How Much Corn Is in a Barrel of Oil?

A segment on the Discovery Channel’s show “How Stuff Works” caught my eye this week and prompted that question. The segment points out that Xanthan gum, fermented from corn syrup, is used in oil drilling. Xanthan is combined with the drilling mud used to cool drilling equipment, and it helps to clear dirt and rock from the mud as well as maintain a pressure cap on the bore hole.

The primary markets for Xanthan gum are of course food and cosmetic ingredients — check your supermarket shelves for the number of products containing it. But enough is used in oil production that a 2006 Saudi Aramco white paper explored establishment of a Xanthan gum production plant in Saudi Arabia to meet oil drilling needs. The white paper projects the market for Xanthan gum for 2007 and 2008 among the Gulf Cooperation Council countries (Bahrain, Kuwait, Oman, Qatar, Saudi Arabia and the United Arab Emirates), using Saudi Aramco’s exploration and production models. For 2007, the projected need was nearly 15 million pounds, and for 2008, nearly 12.5 million pounds.

Arguments about the diversion of food and land for biofuel fail to consider exactly how many non-food products contain corn.

The 15 Percent Solution

Politicians are now beginning to call for a repeal of the Renewable Fuel Standard (RFS). Sen. Kay Bailey Hutchison (R-Texas) recently announced that she would introduce legislation to freeze the biofuel mandate at current levels, saying, “Expanding biofuels while refusing to take other measures, such as lifting the ban on oil and natural gas production in Alaska and the Outer Continental Shelf, is counterproductive.”

Texas Gov. Rick Perry (R) also asked for a 50 percent waiver of the RFS.

But will relaxing or freezing the RFS reduce food prices and quickly make more grain available? Will it make more fuel available? Unlikely.

New York Times blogger Mike Nizza gives a run down of the many factors behind the current rise in prices for grains. He includes the usual suspects — energy prices, droughts and increased demand from growing economies in Asia — and notes some longer term factors such as trade barriers. Nizza notes that the International Food Policy Research Institute attributes 25 to 30 percent of the global rise in grain prices to biofuels, and the UN Food and Agriculture Organization attributes 10 to 15 percent of the current rise in food prices to biofuels.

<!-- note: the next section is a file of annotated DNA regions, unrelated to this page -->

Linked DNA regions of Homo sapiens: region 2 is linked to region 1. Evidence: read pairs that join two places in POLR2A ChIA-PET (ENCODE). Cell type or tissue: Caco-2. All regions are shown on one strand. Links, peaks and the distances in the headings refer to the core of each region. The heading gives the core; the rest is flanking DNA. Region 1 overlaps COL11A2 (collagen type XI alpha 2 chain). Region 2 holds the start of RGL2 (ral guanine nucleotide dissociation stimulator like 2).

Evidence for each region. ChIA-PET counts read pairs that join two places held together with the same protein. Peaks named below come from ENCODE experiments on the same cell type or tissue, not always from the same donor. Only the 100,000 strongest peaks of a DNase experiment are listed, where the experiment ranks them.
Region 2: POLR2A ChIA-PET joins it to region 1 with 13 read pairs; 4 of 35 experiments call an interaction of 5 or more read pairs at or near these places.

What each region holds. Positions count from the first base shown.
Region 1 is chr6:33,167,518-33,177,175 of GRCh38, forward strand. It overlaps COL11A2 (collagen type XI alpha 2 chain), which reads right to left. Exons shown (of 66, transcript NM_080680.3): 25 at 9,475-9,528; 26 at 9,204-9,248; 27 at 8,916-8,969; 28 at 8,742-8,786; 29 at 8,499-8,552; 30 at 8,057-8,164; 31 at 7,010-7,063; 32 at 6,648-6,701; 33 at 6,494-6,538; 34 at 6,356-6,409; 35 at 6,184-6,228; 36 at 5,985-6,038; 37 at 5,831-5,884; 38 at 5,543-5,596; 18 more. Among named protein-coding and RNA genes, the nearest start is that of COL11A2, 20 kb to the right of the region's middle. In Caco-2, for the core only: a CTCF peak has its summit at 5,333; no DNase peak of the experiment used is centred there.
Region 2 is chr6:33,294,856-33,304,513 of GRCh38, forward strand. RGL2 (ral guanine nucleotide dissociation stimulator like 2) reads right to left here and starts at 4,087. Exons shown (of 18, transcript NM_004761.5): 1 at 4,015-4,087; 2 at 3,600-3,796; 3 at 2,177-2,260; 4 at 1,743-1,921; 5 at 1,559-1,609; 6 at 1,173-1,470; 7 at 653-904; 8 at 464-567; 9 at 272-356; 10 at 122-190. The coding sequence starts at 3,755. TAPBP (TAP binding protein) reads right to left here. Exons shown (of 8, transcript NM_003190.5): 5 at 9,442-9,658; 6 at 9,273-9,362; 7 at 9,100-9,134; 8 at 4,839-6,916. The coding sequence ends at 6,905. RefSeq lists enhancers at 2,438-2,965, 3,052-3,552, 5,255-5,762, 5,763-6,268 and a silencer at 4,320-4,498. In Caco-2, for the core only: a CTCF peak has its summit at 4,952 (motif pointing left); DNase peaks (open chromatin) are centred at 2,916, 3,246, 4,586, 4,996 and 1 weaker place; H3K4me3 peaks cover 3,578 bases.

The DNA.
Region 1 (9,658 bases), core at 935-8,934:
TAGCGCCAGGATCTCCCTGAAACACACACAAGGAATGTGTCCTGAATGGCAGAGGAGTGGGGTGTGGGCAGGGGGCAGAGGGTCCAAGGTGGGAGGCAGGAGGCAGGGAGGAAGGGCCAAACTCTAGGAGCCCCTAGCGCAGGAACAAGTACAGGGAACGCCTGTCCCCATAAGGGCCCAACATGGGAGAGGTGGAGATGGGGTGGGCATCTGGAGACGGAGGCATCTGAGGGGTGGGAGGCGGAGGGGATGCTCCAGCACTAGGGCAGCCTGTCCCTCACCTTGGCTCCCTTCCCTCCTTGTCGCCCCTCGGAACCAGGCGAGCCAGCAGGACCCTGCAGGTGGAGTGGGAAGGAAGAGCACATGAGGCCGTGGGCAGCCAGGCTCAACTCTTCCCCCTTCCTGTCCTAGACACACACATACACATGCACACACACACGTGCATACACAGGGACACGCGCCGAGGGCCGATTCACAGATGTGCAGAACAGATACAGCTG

Allison Kilkenny of the Huffington Post puts the blame for rising food prices squarely on the rising price of oil:

There are food shortages because oil is nearing $120 a barrel. The necessary evil, oil, is the fuel behind all the food production in the world, so when the price soared over $100 a barrel, the poorest people took the brunt of the shock. In short, they ran out of food.
“Rather than branding biofuels the villain of the food crisis, the blame should be aimed at the persons pricing the oil.”

I’ve noted before that OPEC has not increased production to meet rising demand. It’s also true that oil companies have not expanded refinery capacity to meet demand. According to the Energy Information Administration, in 2006 oil companies planned to expand refinery capacity by 1.5 million barrels per day by 2012; but in 2007 oil companies cut expansion plans to 1 million barrels per day by 2012.

With high oil prices, reserves continue to decline. Economic consulting firm KPMG International polled financial executives from oil and gas companies back in April 2007, indicating then that oil reserves and prices were a problem. 34 percent of those polled said that declining reserves were a “major concern” for the industry, and 60 percent predicted that oil reserves would continue to decline, due to rising demand from emerging markets.

A big question out there is whether OPEC can open the spigots and bring energy supplies in line with demand. Even if they are able to do so, eventually, there remains a question about the ability of U.S. refiners to meet demand.

The need for alternative energy remains. And a few environmentalists still believe the RFS is the right policy for reducing greenhouse gases. See for example Nathanael Greene of the Natural Resources Defense Council: “The RFS just adopted is not perfect, but it is the first biofuels policy to mandate a shift in our production practices in a way that will address these challenges.”

Beyond this, the RFS was also intended to provide new incentives for increased agricultural production. Gordon Quaiattini of the Canadian Renewable Fuels Association points out:

Because of this new market and 21st-century agriculture practices — less fertilizer, less water, drought-resistant grains and increased yields on existing agriculture land — more crops are being planted and harvested, increasing supply at a time when, in the United States at least, a legislative cap actually restricts the amount of corn that can be directed toward ethanol production.”

And Colin A. Carter of the University of California at Davis and Henry I. Miller at Stanford University’s Hoover Institution argue that increased adoption of biotech agriculture can help break the competition between food and fuel.

A medium- and long-term benefit of high commodity prices may be that the governments in poor countries will be able to justify the testing and commercialization of critical gene-spliced food crops such as rice and wheat. Countries like China have this new technology ready to go, and the licensing of gene-spliced rice and wheat will quickly boost yields, and because of better insect, disease and weed control, reduce the costs of production.”